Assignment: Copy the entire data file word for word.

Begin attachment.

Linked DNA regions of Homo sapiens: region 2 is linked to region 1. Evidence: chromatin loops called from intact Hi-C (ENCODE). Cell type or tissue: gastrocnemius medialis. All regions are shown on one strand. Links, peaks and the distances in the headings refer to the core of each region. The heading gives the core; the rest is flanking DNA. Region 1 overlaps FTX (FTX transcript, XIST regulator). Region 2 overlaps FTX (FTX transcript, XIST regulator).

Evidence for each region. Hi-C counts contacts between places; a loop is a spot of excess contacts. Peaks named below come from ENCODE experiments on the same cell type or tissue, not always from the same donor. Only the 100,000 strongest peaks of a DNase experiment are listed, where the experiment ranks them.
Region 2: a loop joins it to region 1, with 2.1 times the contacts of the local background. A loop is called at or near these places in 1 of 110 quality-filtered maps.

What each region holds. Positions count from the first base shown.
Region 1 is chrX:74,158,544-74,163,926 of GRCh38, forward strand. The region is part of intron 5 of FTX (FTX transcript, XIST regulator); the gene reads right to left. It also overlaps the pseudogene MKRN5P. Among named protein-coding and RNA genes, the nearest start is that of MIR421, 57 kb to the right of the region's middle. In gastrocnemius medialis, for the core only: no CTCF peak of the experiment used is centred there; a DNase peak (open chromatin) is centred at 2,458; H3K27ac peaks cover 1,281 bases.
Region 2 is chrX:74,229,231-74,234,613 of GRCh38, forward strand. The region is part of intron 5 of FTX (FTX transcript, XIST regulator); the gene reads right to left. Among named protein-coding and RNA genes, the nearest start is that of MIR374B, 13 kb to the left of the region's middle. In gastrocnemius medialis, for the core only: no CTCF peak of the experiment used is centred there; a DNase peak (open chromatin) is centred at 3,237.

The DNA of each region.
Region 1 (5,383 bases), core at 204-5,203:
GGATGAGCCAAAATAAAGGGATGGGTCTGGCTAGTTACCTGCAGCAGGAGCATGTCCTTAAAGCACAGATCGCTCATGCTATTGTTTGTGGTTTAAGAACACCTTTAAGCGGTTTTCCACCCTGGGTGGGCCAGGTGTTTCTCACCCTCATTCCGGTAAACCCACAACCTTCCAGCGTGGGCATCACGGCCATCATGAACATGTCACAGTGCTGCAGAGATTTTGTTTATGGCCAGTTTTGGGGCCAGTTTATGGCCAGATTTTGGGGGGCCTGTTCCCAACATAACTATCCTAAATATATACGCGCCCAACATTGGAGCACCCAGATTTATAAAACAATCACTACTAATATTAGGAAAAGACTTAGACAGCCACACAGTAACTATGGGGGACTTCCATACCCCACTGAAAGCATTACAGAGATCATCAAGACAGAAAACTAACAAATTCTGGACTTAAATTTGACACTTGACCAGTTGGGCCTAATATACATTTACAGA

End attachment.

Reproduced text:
Linked DNA regions of Homo sapiens: region 2 is linked to region 1. Evidence: chromatin loops called from intact Hi-C (ENCODE). Cell type or tissue: gastrocnemius medialis. All regions are shown on one strand. Links, peaks and the distances in the headings refer to the core of each region. The heading gives the core; the rest is flanking DNA. Region 1 overlaps FTX (FTX transcript, XIST regulator). Region 2 overlaps FTX (FTX transcript, XIST regulator).

Evidence for each region. Hi-C counts contacts between places; a loop is a spot of excess contacts. Peaks named below come from ENCODE experiments on the same cell type or tissue, not always from the same donor. Only the 100,000 strongest peaks of a DNase experiment are listed, where the experiment ranks them.
Region 2: a loop joins it to region 1, with 2.1 times the contacts of the local background. A loop is called at or near these places in 1 of 110 quality-filtered maps.

What each region holds. Positions count from the first base shown.
Region 1 is chrX:74,158,544-74,163,926 of GRCh38, forward strand. The region is part of intron 5 of FTX (FTX transcript, XIST regulator); the gene reads right to left. It also overlaps the pseudogene MKRN5P. Among named protein-coding and RNA genes, the nearest start is that of MIR421, 57 kb to the right of the region's middle. In gastrocnemius medialis, for the core only: no CTCF peak of the experiment used is centred there; a DNase peak (open chromatin) is centred at 2,458; H3K27ac peaks cover 1,281 bases.
Region 2 is chrX:74,229,231-74,234,613 of GRCh38, forward strand. The region is part of intron 5 of FTX (FTX transcript, XIST regulator); the gene reads right to left. Among named protein-coding and RNA genes, the nearest start is that of MIR374B, 13 kb to the left of the region's middle. In gastrocnemius medialis, for the core only: no CTCF peak of the experiment used is centred there; a DNase peak (open chromatin) is centred at 3,237.

The DNA of each region.
Region 1 (5,383 bases), core at 204-5,203:
GGATGAGCCAAAATAAAGGGATGGGTCTGGCTAGTTACCTGCAGCAGGAGCATGTCCTTAAAGCACAGATCGCTCATGCTATTGTTTGTGGTTTAAGAACACCTTTAAGCGGTTTTCCACCCTGGGTGGGCCAGGTGTTTCTCACCCTCATTCCGGTAAACCCACAACCTTCCAGCGTGGGCATCACGGCCATCATGAACATGTCACAGTGCTGCAGAGATTTTGTTTATGGCCAGTTTTGGGGCCAGTTTATGGCCAGATTTTGGGGGGCCTGTTCCCAACATAACTATCCTAAATATATACGCGCCCAACATTGGAGCACCCAGATTTATAAAACAATCACTACTAATATTAGGAAAAGACTTAGACAGCCACACAGTAACTATGGGGGACTTCCATACCCCACTGAAAGCATTACAGAGATCATCAAGACAGAAAACTAACAAATTCTGGACTTAAATTTGACACTTGACCAGTTGGGCCTAATATACATTTACAGA